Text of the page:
I should mention that other common names for lambs-quarters include goosefoot (apt, based on leaf-shape) and pigweed (because pigs like to eat it). According to Edible and Medicinal Plants in Wild (and Not So Wild) Places, lambs-quarters were brought to the United States from Europe. It usually grows 3-5 feet high, has no odor, and is very common. It does well in poor or disturbed soil, so look for it in overgrown fields, vacant lots, and (unsprayed) urban parks. Apparently it dries well and can be easily reconstituted (something new to try, perhaps).
So, when I prepared my lambs-quarters, the reasonable thing to do, it seemed, was to continue to use the ingredients I received from my CSA share -- plus add a little frozen OJ concentrate that I tend to have in my freezer. This dish turned into just enough for a small side dish and I loved it. I love the rich, green-earthly flavor, the tenderness of the plants, the way they smelled cooking. If you can get your hands on some lambs-quarters, do it. Then try this recipe. If you absolutely can't get your hands on them, you can use spinach. But go find lambs-quarters. Now.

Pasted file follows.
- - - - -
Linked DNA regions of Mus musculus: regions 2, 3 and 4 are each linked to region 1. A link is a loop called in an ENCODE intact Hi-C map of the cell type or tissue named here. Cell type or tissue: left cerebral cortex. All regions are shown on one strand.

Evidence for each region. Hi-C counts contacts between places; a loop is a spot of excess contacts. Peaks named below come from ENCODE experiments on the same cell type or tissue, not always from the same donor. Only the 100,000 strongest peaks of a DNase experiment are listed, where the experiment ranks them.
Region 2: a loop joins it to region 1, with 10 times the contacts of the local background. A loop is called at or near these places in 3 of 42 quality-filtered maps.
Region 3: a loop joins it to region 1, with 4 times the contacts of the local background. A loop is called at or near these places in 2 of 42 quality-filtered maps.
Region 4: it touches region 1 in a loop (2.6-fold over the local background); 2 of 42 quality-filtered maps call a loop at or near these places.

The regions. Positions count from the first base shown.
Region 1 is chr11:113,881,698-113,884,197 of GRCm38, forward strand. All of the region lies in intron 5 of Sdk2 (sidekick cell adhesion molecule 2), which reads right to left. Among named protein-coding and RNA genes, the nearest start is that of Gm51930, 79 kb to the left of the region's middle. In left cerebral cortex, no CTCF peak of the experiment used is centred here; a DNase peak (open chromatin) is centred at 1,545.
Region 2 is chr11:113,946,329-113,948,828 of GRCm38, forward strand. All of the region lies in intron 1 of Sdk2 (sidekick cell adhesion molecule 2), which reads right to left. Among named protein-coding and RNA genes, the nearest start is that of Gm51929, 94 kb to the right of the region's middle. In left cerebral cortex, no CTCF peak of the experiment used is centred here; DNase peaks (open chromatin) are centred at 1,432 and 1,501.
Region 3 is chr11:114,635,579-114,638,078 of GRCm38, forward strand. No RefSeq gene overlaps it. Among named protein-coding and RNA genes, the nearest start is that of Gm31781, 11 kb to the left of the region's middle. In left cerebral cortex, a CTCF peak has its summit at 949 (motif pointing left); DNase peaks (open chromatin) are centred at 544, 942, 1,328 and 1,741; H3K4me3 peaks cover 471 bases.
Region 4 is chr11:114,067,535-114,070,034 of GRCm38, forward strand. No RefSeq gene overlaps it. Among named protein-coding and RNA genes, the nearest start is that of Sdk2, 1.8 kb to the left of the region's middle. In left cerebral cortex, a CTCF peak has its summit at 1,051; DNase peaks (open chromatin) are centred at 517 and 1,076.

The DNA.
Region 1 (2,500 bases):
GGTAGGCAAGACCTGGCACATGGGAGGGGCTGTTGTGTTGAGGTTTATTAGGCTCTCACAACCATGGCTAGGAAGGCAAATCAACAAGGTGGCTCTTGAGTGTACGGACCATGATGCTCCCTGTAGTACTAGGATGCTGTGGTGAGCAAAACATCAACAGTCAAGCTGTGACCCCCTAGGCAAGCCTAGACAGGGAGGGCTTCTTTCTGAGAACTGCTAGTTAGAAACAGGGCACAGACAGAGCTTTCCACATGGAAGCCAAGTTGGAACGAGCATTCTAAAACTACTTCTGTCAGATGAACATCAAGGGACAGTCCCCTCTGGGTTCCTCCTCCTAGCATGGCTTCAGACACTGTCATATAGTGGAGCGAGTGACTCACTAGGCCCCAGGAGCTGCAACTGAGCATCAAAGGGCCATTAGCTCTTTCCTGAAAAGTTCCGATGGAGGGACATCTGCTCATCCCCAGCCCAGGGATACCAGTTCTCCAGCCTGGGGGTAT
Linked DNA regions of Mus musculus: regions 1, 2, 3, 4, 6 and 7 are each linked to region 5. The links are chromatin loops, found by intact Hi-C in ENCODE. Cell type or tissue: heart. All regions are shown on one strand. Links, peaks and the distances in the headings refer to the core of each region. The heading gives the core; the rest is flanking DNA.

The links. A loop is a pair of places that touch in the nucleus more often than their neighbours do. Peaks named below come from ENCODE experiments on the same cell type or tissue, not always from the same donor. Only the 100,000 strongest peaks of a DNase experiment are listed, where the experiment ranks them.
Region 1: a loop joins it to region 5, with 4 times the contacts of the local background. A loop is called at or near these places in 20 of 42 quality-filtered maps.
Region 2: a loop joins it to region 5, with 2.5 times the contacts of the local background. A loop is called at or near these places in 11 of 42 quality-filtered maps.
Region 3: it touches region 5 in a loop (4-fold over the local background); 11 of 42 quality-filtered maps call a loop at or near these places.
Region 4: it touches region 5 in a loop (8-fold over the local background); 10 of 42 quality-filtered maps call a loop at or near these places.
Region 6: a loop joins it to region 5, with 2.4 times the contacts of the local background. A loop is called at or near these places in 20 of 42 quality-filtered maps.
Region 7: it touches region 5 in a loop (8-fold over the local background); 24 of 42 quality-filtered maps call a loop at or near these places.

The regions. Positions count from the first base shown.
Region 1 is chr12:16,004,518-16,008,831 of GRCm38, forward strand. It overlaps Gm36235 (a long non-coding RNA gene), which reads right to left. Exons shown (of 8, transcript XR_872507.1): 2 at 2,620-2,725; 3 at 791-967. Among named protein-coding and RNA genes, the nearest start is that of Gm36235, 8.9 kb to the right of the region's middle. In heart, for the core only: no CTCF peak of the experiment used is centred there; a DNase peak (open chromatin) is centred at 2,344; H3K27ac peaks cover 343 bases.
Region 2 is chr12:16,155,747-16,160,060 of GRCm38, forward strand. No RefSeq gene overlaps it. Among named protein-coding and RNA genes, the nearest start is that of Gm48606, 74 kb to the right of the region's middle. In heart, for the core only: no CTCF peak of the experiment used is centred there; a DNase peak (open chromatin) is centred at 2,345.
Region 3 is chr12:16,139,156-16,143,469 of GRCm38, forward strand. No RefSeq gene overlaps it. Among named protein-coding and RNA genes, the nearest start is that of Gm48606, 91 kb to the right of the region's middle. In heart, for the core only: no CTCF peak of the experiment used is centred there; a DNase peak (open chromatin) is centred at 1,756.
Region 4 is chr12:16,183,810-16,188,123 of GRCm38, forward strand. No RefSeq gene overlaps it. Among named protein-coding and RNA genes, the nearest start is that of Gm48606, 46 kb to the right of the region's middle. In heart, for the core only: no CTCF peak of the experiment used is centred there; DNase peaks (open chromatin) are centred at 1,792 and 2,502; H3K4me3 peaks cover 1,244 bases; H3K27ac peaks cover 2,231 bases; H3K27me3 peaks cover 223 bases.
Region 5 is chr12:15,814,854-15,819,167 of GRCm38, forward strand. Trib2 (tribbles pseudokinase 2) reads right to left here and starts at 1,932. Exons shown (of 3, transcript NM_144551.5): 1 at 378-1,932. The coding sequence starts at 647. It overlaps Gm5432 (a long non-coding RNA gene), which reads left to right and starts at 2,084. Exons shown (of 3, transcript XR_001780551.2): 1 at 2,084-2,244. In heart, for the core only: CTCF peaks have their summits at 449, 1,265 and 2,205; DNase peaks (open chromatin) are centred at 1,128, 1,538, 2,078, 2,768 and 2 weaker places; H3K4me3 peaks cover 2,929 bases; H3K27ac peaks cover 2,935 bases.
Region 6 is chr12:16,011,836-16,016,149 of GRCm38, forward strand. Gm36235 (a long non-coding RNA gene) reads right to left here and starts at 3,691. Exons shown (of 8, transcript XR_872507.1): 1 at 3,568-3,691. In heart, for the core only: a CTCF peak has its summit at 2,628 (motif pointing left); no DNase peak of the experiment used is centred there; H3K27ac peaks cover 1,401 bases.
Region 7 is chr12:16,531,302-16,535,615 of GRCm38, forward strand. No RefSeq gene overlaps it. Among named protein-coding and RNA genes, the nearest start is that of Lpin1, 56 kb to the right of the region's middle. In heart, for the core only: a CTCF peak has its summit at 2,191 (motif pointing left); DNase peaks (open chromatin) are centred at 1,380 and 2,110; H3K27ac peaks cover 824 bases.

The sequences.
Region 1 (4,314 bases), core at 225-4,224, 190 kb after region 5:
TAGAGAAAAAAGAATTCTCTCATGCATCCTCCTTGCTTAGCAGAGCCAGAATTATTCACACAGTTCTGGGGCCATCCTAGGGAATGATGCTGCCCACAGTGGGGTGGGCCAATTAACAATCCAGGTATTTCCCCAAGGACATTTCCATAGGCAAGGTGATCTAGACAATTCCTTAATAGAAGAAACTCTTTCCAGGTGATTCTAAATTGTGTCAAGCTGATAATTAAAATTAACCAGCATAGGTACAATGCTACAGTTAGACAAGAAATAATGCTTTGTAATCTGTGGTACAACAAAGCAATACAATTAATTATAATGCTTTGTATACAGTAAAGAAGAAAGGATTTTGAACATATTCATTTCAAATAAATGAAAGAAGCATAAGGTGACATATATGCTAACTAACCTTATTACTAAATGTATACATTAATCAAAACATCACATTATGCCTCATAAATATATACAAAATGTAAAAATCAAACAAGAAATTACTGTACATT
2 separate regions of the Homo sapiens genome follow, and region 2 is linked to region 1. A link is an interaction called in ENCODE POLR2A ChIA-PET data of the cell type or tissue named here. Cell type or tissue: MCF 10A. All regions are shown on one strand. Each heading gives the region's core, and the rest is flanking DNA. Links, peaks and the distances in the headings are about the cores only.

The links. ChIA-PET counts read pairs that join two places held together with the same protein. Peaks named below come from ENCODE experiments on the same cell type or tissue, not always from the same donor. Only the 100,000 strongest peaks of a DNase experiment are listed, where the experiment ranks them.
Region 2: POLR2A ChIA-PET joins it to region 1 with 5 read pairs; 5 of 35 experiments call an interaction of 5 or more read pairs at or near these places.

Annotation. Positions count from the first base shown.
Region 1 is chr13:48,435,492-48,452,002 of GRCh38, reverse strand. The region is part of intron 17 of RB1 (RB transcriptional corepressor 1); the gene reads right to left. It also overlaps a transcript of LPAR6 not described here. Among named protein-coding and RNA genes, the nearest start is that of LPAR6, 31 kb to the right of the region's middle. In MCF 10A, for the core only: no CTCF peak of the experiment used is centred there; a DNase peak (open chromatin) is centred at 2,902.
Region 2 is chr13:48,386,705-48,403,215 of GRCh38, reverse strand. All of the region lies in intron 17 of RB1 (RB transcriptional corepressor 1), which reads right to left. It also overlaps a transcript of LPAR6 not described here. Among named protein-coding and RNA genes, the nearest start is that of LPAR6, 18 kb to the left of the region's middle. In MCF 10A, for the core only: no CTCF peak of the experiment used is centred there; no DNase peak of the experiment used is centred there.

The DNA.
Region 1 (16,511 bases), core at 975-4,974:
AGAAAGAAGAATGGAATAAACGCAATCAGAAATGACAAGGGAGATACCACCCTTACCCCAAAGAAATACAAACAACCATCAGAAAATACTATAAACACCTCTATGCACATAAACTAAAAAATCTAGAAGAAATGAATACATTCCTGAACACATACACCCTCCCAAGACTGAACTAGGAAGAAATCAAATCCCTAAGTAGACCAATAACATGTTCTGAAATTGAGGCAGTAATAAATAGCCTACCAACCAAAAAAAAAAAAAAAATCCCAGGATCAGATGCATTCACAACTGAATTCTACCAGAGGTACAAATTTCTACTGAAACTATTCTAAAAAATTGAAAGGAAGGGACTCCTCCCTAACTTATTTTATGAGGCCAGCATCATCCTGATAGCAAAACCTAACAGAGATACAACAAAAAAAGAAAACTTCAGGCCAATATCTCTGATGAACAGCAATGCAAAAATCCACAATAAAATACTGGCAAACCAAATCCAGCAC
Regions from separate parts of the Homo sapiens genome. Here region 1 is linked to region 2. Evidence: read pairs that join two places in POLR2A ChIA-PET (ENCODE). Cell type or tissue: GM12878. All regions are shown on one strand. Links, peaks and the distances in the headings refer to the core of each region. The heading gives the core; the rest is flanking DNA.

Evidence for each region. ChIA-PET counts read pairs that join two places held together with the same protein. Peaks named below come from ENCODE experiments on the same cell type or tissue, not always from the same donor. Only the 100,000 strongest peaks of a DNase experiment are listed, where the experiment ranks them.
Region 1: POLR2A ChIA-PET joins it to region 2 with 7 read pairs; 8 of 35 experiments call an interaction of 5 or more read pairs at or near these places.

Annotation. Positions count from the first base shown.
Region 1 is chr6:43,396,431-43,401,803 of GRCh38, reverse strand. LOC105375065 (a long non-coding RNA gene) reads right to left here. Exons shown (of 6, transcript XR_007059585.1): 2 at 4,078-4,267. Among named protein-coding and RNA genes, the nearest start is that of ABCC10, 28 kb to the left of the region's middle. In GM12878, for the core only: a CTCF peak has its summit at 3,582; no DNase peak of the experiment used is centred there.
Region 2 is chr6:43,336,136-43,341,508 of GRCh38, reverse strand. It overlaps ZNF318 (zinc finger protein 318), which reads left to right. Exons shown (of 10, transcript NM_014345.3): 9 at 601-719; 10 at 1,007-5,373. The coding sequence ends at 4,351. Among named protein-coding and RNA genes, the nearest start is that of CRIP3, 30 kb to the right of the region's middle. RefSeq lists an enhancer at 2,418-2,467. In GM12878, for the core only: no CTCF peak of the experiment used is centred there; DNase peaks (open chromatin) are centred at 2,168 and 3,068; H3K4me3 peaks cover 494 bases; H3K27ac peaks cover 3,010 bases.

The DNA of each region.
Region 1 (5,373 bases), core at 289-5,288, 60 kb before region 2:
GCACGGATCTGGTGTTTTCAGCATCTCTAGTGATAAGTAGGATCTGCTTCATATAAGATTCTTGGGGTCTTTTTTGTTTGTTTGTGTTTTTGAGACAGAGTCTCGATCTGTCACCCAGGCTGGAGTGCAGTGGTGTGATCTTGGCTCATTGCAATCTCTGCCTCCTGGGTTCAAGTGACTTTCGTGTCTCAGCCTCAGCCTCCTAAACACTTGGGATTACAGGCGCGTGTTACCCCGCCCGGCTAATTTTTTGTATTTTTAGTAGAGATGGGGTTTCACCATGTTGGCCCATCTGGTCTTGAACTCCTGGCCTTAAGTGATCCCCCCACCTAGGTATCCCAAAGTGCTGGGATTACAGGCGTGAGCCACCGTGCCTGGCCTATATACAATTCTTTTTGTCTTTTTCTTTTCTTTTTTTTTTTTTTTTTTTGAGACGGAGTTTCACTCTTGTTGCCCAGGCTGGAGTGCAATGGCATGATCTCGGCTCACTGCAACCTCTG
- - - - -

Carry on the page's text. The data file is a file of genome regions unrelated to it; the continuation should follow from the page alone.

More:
Garlicky Lambs-quarters with Orange Juice
1 teaspoon oil (I used sunflower)
1/2 large garlic scape, chopped
2 tablespoons spring onion, chopped
1 large handful lambs-quarters, coarsely chopped
2 teaspoons frozen OJ concentrate
1/2 teaspoon ground black pepper
Heat the oil in a medium-sized skillet over medium heat, then add the garlic scape and onion.
|Garlic Scape & Onion|
Saute 1-2 minutes, or until onion becomes translucent. Add the lambsquarters, orange juice, salt, and pepper and saute another 1-2 minutes, until lambsquarters wilt. Serve immediately.
|Just before serving|